Regarding ‘Fair Use’

“Why has the Copyright Office rejected the proposed exemption at each triennial rulemaking to date? In her words, it’s because the widely-hacked CSS encryption on DVDs does not actually prevent fair use at all, and those who think otherwise don’t understand exactly what rights fair use grants them.” More here.

What a whole load of crap. We own almost 180 DVDs, and I am only allowed to watch them on a DVD player. What about my PMPs and cellphones? Why can’t I just either:
1. Allowed to rip the DVD for my own personal usage, or
2. Be able to download for FREE an encoded video for my PMP/cellphone for the DVDs I own?

Except the freaking “region code” (which I personally hate more than DRM, because one day I will have to return to Europe), this restrictive “fair use” notion does not sit well with me. From the moment I license a movie through a DVD purchase, I want to have the right to watch it in whatever medium/device I want to. This is not 1985 anymore when people only owned VCRs. This is the 2007 and most people have iPods, have PMPs, have multimedia cellphones, have AppleTVs among other Asian media crappy devices. And as long as the MPAA does not offer an easy DRM-free way to download already purchased movies to ANY format/medium, then they should shut the hell up about DVD ripping and let us rip our DVDs freely (for our own personal/family usage that is). Same goes for Blu-Ray and HD-DVD.

I downright REFUSE to buy the same movie over and over again for my different devices just because MPAA doesn’t have a global system to track my purchases on copyrighted works. That’s THEIR limitation, not mine.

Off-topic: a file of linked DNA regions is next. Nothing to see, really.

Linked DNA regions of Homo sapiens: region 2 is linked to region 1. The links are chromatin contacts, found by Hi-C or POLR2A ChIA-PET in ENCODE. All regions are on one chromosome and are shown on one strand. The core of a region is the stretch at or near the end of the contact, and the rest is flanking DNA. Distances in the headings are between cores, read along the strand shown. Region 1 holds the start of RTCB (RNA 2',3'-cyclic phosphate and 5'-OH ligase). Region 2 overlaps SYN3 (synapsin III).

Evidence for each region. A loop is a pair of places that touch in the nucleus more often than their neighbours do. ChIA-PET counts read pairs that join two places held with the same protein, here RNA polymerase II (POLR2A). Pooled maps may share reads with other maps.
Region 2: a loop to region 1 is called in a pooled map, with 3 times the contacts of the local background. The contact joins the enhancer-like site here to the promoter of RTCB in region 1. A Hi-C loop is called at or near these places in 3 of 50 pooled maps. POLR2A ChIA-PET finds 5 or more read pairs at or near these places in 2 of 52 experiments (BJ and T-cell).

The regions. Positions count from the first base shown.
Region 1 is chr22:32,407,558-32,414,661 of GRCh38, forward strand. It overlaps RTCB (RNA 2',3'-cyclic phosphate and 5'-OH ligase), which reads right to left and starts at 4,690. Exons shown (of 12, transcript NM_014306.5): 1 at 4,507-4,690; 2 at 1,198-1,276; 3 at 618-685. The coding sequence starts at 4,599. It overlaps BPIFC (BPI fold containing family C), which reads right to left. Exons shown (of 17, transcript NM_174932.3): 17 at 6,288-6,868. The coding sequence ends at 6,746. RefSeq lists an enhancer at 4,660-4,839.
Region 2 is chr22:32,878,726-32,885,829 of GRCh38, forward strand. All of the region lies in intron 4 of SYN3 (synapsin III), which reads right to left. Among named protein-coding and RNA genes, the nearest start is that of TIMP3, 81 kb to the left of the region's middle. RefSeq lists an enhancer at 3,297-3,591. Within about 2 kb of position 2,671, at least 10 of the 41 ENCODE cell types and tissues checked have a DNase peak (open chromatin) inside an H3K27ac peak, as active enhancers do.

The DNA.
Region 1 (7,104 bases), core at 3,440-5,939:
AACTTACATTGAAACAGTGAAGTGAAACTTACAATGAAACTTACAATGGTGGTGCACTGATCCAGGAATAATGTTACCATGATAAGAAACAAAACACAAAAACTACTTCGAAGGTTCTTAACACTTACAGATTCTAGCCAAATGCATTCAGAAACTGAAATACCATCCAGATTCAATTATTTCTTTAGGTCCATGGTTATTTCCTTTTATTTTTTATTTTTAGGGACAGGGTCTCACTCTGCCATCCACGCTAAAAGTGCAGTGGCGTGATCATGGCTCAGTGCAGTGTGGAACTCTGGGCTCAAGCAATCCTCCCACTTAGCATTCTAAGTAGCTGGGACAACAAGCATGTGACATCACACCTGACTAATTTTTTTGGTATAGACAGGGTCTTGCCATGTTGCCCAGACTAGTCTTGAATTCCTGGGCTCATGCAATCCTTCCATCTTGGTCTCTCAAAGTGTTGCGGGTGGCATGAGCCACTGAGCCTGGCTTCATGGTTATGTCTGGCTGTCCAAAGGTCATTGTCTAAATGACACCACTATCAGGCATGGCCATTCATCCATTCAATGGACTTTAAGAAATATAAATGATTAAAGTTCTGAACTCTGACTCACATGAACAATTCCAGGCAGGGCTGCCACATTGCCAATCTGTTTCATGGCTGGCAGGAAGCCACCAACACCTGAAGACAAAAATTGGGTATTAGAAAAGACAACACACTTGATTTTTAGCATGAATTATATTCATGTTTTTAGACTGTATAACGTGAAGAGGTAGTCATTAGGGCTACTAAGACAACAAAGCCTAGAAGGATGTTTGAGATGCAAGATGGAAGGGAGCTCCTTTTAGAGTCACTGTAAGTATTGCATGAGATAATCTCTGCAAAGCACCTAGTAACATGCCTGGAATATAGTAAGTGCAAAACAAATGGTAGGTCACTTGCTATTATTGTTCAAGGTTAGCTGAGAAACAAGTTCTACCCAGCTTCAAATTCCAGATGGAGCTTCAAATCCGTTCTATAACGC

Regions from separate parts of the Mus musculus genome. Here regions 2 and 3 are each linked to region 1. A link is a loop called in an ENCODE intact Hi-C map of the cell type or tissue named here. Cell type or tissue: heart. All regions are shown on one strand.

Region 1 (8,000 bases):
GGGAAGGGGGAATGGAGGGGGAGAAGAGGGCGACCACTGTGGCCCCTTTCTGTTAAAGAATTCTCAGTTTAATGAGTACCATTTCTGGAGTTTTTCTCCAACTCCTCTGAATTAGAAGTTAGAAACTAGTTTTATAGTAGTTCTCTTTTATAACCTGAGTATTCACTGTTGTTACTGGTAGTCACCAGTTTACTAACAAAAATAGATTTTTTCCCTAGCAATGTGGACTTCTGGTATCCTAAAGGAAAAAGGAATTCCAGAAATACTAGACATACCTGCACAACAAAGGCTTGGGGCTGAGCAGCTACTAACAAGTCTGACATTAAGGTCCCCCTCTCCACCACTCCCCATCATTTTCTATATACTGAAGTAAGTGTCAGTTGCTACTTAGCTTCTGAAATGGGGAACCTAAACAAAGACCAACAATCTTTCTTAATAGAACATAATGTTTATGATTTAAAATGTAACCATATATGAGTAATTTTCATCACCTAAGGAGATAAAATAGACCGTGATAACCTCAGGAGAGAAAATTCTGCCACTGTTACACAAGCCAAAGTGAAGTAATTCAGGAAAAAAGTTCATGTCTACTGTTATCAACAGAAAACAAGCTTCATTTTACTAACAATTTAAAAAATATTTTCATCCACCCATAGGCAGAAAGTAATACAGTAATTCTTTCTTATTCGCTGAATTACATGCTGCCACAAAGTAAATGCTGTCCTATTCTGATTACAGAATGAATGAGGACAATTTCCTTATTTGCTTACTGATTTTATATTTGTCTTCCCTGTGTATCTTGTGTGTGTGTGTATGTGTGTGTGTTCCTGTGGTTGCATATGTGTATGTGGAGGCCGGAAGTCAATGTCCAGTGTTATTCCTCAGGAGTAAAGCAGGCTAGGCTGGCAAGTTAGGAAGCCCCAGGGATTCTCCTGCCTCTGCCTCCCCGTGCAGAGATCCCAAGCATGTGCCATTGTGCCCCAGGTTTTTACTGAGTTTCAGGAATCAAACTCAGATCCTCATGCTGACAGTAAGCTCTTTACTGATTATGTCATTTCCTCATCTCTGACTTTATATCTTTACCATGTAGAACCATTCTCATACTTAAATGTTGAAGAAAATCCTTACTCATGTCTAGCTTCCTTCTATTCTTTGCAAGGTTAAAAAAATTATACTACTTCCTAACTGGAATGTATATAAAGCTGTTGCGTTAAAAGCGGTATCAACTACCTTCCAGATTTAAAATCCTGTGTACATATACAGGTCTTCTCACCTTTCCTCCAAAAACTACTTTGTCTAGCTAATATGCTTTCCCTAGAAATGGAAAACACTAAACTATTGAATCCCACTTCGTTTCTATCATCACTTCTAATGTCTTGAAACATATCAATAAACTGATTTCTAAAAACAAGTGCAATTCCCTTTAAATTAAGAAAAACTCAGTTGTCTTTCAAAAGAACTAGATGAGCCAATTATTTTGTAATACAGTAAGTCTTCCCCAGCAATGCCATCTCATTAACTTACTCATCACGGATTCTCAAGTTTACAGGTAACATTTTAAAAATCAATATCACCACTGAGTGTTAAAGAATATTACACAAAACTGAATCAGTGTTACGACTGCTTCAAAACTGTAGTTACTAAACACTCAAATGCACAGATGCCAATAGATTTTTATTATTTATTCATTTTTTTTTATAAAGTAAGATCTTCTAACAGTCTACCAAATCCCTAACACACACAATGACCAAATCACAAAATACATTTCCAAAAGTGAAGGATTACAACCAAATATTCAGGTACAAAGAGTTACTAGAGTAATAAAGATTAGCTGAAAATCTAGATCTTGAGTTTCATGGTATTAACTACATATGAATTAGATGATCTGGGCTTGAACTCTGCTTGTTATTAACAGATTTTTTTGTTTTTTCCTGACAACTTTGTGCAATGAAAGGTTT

Going Gutsy

I upgraded to Gutsy Gibson 7.10-pre version of Ubuntu last night on my main laptop. Upgrade started at 2 AM and finished at 4:30 AM (I am still sleepy). I wish there was a cleaner way to upgrade to newer versions of Ubuntu. You have to edit files and after a dist-upgrade you still have to do a manual kernel upgrade to 2.6.22. Other than that, Gutsy has a few bugs fixed, and so far I found 3 new ones (bug reports filed).

BTW, this one is a really nice utility, written by an Ubuntu developer: a mono Bluetooth headset connection utility. Too bad that there is a bug in the Gnome’s sound prefs panel and no Bluetooth audio devices are shown there and so they can’t be selected… When (and if) this bug is fixed, A2DP support is added to the utility, and Rhythmbox/Banshee add AVRCP support, my Bluetooth life under Linux will be complete.

Greek salad

Ben Mauer was over for dinner tonight (one of the MonoDevelop hackers), so I took the opportunity to also prepare a Greek salad. And it’s time to share my big recipe secret for the ultimate Greek salad (aka “horiatiki”). ;-)

Ingredients (for 2)
* 1 tomato
* 1/3 of a small cucumber, peeled
* 1/6 of a green bell pepper
* 1/6 of the big kinds of onion
* 1/4 feta cheese (~50 grams)
* 6 olives
* oregano, some lemon juice, optionally a bit of salt
* 3 tablespoons of virgin olive oil

1. Cut the tomato in 6 vertical slices. Cut the cucumber in round, thin-ish slices. Cut the green pepper in thin vertical slices. Cut the red onion in vertical slices (not too thin). Cut the cheese in cubes. Place all above ingredients and the 6 olives into a big salad bowl.
2. Sprinkle with the oregano, lemon juice and salt. Add the olive oil. Mix well.
3. Preferably serve with hot home-made bread or Italian ciabatta. Kali orexi!

Tip: If you don’t have the time to prepare the salad when also preparing lunch/dinner, after “step 1″ you can secure the bowl with a transparent wrap and place it in your fridge. As long as the “step 2″ ingredients have not being mixed into the bowl, the salad’s ingredients can keep fresh for up to 5 hours!